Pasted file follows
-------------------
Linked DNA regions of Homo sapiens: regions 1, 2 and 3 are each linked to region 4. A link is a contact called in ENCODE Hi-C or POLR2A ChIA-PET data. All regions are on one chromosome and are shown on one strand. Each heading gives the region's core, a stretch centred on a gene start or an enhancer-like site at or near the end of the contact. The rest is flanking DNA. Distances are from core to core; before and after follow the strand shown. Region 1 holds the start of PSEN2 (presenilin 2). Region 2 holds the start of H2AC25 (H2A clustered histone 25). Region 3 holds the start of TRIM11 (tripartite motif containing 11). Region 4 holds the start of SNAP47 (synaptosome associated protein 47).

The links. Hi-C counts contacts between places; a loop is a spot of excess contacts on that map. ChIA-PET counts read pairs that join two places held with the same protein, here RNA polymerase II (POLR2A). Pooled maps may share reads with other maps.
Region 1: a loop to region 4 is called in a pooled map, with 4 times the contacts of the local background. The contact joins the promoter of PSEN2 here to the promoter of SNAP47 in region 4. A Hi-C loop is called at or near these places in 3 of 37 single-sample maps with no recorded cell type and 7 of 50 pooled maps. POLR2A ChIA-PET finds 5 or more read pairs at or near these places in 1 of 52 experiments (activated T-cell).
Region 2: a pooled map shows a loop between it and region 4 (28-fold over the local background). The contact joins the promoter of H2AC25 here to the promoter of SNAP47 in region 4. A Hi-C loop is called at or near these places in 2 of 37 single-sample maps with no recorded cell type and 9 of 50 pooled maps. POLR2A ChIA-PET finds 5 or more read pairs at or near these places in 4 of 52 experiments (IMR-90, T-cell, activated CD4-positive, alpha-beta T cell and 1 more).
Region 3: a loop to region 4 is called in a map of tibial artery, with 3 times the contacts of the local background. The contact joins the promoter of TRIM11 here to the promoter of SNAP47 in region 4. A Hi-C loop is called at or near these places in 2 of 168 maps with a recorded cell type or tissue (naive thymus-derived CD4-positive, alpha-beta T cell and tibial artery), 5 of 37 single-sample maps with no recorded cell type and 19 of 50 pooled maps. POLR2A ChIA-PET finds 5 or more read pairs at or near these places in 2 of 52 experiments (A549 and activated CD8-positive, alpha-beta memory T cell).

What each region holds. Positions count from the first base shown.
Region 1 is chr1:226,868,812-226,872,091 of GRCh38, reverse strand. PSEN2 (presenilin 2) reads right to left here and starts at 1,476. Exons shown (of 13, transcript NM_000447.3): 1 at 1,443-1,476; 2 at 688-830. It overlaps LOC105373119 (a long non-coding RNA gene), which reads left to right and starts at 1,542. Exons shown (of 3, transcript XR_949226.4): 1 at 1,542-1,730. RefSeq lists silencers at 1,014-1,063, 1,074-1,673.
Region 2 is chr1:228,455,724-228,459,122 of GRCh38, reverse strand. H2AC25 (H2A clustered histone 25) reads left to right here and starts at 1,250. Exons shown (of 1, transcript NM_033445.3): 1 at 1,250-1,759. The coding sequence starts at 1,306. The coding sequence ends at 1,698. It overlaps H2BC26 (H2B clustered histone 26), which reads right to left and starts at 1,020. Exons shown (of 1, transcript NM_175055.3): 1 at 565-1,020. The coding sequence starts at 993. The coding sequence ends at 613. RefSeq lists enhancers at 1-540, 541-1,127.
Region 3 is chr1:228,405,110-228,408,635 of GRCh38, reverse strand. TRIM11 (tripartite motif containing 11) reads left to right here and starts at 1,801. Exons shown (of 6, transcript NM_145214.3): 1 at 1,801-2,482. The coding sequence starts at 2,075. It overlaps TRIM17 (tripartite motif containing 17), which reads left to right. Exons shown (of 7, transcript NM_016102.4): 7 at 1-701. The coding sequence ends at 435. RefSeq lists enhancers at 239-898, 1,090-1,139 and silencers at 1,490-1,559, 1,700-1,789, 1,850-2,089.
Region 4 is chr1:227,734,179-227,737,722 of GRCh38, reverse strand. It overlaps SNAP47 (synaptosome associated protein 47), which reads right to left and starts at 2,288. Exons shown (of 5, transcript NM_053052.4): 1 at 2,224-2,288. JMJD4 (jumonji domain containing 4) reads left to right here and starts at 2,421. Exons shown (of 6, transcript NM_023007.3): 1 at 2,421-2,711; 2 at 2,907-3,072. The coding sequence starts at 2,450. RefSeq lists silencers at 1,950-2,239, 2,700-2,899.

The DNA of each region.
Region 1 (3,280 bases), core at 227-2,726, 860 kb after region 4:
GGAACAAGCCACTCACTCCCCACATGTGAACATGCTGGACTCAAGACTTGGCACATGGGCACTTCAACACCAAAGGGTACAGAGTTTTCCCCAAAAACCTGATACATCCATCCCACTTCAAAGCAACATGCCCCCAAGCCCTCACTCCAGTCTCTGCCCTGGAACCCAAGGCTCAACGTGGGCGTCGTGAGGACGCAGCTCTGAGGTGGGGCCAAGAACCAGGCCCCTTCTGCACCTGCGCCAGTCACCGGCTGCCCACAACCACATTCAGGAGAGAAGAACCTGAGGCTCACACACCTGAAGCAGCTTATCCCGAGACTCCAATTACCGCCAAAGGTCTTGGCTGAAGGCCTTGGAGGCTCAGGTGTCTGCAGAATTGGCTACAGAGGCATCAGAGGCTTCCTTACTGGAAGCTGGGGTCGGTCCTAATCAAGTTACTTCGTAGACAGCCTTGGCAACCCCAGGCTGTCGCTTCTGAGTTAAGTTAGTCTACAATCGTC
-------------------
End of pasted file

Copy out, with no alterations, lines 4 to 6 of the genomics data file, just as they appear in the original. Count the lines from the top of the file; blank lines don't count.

Region 2: a pooled map shows a loop between it and region 4 (28-fold over the local background). The contact joins the promoter of H2AC25 here to the promoter of SNAP47 in region 4. A Hi-C loop is called at or near these places in 2 of 37 single-sample maps with no recorded cell type and 9 of 50 pooled maps. POLR2A ChIA-PET finds 5 or more read pairs at or near these places in 4 of 52 experiments (IMR-90, T-cell, activated CD4-positive, alpha-beta T cell and 1 more).
Region 3: a loop to region 4 is called in a map of tibial artery, with 3 times the contacts of the local background. The contact joins the promoter of TRIM11 here to the promoter of SNAP47 in region 4. A Hi-C loop is called at or near these places in 2 of 168 maps with a recorded cell type or tissue (naive thymus-derived CD4-positive, alpha-beta T cell and tibial artery), 5 of 37 single-sample maps with no recorded cell type and 19 of 50 pooled maps. POLR2A ChIA-PET finds 5 or more read pairs at or near these places in 2 of 52 experiments (A549 and activated CD8-positive, alpha-beta memory T cell).

What each region holds. Positions count from the first base shown.